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Posted by on Jun 13th, 2013 and filed under Viewpoints. You can follow any responses to this entry through the RSS 2.0. You can leave a response or trackback to this entry

“City of La Crescenta” Voted Down in 1964

Mike Lawler is the former president of the Historical Society of the Crescenta Valley and loves local history. Reach him at lawlerdad@yahoo.com.

Mike Lawler is the former president of the Historical Society
of the Crescenta Valley and loves local history. Reach him at
lawlerdad@yahoo.com.

La Crescenta had talked about becoming its own city from its very inception in the late 1800s, but had never seriously given it a shot. In 1951 that issue was clouded when half the valley, including the business district of Montrose, annexed itself to Glendale to take advantage of organized city services like municipal water and sewers.

This split in the valley left the portion of La Crescenta not part of Glendale (east of Pennsylvania and north of Honolulu) in county hands. Any decisions about the growth and development of unincorporated La Crescenta-Montrose and allocations of fire and police would be decided in downtown L.A. Development of schools for La Crescenta would be decided in downtown Glendale. This made some self-determined citizens of La Crescenta uncomfortable. They felt that our future should be in our own hands. They also worried that future annexation by Glendale was inevitable, which would only shift control of La Crescenta from one distant government body to another. They felt strongly that La Crescenta should be its own city, and in 1963 they formed the “La Crescenta Incorporation Committee.”

But it was tough to sell an intangible vision for the future, particularly when things seemed just fine in the present. Skeptics abounded, and it wasn’t long before an anti-cityhood group formed claiming that increased bureaucracy and higher fees for services would come with cityhood. They felt there wasn’t enough tax base in La Crescenta to support a city. Adding urgency to the issue, there was a clock ticking, as state-level rules for incorporation were being tightened in the early ‘60s, and it was expected that this would be the last chance for La Crescenta to form its own city.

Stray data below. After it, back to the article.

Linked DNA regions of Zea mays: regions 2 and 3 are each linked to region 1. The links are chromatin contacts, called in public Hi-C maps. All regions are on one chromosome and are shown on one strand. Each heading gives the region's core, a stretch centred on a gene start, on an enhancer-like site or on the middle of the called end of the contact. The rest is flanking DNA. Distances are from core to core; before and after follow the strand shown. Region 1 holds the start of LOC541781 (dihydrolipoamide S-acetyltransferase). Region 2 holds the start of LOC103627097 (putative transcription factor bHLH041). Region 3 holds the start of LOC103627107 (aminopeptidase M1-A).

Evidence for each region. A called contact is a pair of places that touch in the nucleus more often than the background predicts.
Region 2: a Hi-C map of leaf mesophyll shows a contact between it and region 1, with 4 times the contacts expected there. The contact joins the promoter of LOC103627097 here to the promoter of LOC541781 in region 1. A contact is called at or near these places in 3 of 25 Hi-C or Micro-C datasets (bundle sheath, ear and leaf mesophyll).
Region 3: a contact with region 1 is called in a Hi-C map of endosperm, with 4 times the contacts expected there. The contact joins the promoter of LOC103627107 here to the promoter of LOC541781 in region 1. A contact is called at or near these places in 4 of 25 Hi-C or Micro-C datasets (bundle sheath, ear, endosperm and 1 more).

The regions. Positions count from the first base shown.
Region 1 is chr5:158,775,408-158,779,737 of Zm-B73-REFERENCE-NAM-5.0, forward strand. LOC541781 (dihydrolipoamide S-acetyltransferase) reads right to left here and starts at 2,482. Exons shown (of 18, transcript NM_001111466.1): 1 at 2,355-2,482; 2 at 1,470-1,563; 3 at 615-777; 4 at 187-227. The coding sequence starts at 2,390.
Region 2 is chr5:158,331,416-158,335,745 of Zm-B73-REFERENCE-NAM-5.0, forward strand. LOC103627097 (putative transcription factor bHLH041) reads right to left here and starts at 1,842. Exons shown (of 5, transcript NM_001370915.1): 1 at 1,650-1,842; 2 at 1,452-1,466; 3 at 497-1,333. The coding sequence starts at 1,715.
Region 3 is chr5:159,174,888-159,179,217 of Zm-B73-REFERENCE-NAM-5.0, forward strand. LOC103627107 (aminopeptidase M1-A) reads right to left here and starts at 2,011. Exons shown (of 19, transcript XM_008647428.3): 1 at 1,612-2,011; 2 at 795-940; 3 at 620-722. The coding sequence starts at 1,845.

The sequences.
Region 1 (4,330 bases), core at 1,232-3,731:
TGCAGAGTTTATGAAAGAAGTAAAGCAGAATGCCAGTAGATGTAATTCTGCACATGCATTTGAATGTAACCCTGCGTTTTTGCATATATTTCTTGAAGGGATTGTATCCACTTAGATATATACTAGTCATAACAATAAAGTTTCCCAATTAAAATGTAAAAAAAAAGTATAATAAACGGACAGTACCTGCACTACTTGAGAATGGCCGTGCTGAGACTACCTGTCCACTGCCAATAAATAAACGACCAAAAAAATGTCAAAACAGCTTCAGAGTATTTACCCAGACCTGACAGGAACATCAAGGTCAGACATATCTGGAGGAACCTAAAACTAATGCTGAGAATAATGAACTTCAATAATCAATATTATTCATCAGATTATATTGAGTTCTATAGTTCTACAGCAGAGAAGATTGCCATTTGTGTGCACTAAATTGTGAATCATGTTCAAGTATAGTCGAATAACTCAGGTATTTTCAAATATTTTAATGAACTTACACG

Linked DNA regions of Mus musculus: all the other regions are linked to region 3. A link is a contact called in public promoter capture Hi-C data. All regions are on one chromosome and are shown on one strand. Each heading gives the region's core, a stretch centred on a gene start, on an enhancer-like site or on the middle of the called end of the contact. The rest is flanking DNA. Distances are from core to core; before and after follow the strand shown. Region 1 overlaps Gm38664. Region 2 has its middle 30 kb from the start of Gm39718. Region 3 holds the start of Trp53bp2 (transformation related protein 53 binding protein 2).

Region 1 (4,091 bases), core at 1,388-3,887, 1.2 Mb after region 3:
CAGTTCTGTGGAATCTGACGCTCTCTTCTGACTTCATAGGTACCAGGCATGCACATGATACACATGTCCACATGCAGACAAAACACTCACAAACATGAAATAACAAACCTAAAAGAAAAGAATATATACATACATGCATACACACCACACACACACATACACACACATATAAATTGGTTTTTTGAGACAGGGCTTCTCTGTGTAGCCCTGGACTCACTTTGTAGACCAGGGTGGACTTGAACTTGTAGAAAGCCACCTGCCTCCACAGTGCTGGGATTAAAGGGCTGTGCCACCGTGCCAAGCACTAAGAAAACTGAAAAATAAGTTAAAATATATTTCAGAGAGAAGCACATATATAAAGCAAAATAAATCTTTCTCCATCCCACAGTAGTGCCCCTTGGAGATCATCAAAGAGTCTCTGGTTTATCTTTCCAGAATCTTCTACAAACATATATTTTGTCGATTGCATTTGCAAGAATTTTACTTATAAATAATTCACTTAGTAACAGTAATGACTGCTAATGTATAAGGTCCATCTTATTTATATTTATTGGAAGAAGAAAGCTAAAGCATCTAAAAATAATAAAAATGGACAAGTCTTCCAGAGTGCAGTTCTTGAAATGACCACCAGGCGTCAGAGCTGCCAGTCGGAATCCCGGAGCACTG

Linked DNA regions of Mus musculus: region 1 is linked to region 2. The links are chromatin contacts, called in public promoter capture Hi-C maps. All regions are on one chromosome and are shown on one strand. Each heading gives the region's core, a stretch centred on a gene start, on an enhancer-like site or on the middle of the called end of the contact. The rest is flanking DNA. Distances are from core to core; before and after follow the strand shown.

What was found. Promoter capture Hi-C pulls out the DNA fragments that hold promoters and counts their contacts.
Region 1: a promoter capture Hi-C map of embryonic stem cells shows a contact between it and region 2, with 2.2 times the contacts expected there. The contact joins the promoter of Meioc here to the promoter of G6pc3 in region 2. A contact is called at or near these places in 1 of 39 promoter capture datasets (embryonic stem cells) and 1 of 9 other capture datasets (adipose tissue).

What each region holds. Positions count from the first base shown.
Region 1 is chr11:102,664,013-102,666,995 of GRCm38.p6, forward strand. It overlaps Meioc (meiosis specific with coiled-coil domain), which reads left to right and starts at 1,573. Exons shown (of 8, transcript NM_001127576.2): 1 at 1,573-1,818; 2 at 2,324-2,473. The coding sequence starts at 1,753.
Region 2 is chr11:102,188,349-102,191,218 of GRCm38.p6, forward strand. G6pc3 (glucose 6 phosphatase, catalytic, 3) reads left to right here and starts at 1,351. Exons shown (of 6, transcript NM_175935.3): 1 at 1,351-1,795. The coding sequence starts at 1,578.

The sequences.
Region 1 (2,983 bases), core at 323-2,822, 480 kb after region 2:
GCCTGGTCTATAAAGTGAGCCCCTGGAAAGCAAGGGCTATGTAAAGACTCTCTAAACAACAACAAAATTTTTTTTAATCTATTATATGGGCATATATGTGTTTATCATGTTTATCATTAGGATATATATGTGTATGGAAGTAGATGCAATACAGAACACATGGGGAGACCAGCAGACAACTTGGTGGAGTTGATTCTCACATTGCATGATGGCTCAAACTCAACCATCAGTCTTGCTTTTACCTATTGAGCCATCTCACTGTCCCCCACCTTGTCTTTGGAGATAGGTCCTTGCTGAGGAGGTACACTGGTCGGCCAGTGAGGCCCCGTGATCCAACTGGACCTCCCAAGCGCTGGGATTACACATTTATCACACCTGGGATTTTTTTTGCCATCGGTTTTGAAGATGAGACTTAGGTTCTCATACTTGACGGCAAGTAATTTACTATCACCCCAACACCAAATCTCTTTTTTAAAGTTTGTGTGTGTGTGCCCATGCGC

The pro-cityhood faction had to collect signatures from 25% of the property owners (about 1,500 signatures), which they were able to do, ensuring an election. As well, a score of candidates stepped forward to run for five spots on a city council (if the election was successful). A few of the names you might recognize – Tom Dunigan, Norm Avril and Vito Cannella.

As the election on May 7, 1964 drew near, both sides in the fight became more strident, but the main arguments boiled down to local control versus the threat of higher taxes.

Sadly, CV residents as a whole were more interested in their daily lives than who their local government was to be. A town hall meeting bringing together the city council candidates and outside experts on the realities of incorporation attracted only 150 residents out of the 19,000 living in the affected area. Three of the council candidates didn’t even show up.

When the election came, the status quo won out. The final vote was 813 for cityhood and 4,149 against. A dream of cityhood for La Crescenta that had started with Dr. Briggs in the late 1800s, and had popped up several times in the ensuing decades, was now essentially dead. Interestingly, La Cañada went through a cityhood bid at exactly the same time – 1964. They too turned down cityhood, although not by as large a margin. La Cañada-Flintridge, with their more robust tax base and affluent population, was able to revisit the issue and achieve cityhood in 1976.

We’ve been more fortunate than some other communities that remained unincorporated. We have a good working relationship with our county Supervisor Mike Antonovich, who lives in the area and cares deeply about the Crescenta Valley. We’ve achieved some local governance with the formation of the Crescenta Valley Town Council in 1989. We have continued to have a relatively small-town atmosphere. But on the downside, our area has been a target by some developers, not always scrupulous, that are attracted by the county’s less stringent zoning and lax oversight of development.

After cityhood’s loss in ’64, some predicted we’d soon be gobbled up by Glendale. It didn’t happen. However, those in the know about civic issues feel that in the future, unincorporated areas like CV will inevitably be absorbed by larger cities, and in our case, it will probably be Glendale.

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